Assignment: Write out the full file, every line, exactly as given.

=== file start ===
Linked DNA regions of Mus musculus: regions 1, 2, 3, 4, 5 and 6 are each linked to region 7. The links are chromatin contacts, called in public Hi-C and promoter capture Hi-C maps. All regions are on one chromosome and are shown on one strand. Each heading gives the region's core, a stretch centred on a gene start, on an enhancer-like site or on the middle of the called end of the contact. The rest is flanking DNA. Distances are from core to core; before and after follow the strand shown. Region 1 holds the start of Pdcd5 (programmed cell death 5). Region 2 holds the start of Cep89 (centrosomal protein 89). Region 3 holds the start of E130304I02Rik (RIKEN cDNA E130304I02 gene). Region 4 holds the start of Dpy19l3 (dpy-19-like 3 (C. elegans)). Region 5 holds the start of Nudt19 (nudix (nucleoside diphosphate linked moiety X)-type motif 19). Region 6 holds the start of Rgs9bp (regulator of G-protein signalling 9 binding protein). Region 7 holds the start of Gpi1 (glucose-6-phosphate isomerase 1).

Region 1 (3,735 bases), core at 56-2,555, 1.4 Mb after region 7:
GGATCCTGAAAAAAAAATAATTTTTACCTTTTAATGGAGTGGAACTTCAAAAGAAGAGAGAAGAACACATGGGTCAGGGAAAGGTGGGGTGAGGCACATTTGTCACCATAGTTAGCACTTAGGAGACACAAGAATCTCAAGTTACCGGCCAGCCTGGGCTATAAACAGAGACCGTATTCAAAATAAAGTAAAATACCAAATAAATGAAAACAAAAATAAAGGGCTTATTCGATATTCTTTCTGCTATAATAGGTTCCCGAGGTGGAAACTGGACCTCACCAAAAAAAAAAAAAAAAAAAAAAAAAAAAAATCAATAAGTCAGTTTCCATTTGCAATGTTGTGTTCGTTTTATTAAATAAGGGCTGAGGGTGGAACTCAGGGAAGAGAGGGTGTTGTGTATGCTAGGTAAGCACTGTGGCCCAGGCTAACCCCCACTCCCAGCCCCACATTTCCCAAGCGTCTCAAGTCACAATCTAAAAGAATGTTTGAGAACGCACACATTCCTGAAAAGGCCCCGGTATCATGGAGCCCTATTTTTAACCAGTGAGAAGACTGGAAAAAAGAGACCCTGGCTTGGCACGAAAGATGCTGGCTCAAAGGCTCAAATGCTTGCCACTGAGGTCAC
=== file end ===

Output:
Linked DNA regions of Mus musculus: regions 1, 2, 3, 4, 5 and 6 are each linked to region 7. The links are chromatin contacts, called in public Hi-C and promoter capture Hi-C maps. All regions are on one chromosome and are shown on one strand. Each heading gives the region's core, a stretch centred on a gene start, on an enhancer-like site or on the middle of the called end of the contact. The rest is flanking DNA. Distances are from core to core; before and after follow the strand shown. Region 1 holds the start of Pdcd5 (programmed cell death 5). Region 2 holds the start of Cep89 (centrosomal protein 89). Region 3 holds the start of E130304I02Rik (RIKEN cDNA E130304I02 gene). Region 4 holds the start of Dpy19l3 (dpy-19-like 3 (C. elegans)). Region 5 holds the start of Nudt19 (nudix (nucleoside diphosphate linked moiety X)-type motif 19). Region 6 holds the start of Rgs9bp (regulator of G-protein signalling 9 binding protein). Region 7 holds the start of Gpi1 (glucose-6-phosphate isomerase 1).

Region 1 (3,735 bases), core at 56-2,555, 1.4 Mb after region 7:
GGATCCTGAAAAAAAAATAATTTTTACCTTTTAATGGAGTGGAACTTCAAAAGAAGAGAGAAGAACACATGGGTCAGGGAAAGGTGGGGTGAGGCACATTTGTCACCATAGTTAGCACTTAGGAGACACAAGAATCTCAAGTTACCGGCCAGCCTGGGCTATAAACAGAGACCGTATTCAAAATAAAGTAAAATACCAAATAAATGAAAACAAAAATAAAGGGCTTATTCGATATTCTTTCTGCTATAATAGGTTCCCGAGGTGGAAACTGGACCTCACCAAAAAAAAAAAAAAAAAAAAAAAAAAAAAATCAATAAGTCAGTTTCCATTTGCAATGTTGTGTTCGTTTTATTAAATAAGGGCTGAGGGTGGAACTCAGGGAAGAGAGGGTGTTGTGTATGCTAGGTAAGCACTGTGGCCCAGGCTAACCCCCACTCCCAGCCCCACATTTCCCAAGCGTCTCAAGTCACAATCTAAAAGAATGTTTGAGAACGCACACATTCCTGAAAAGGCCCCGGTATCATGGAGCCCTATTTTTAACCAGTGAGAAGACTGGAAAAAAGAGACCCTGGCTTGGCACGAAAGATGCTGGCTCAAAGGCTCAAATGCTTGCCACTGAGGTCAC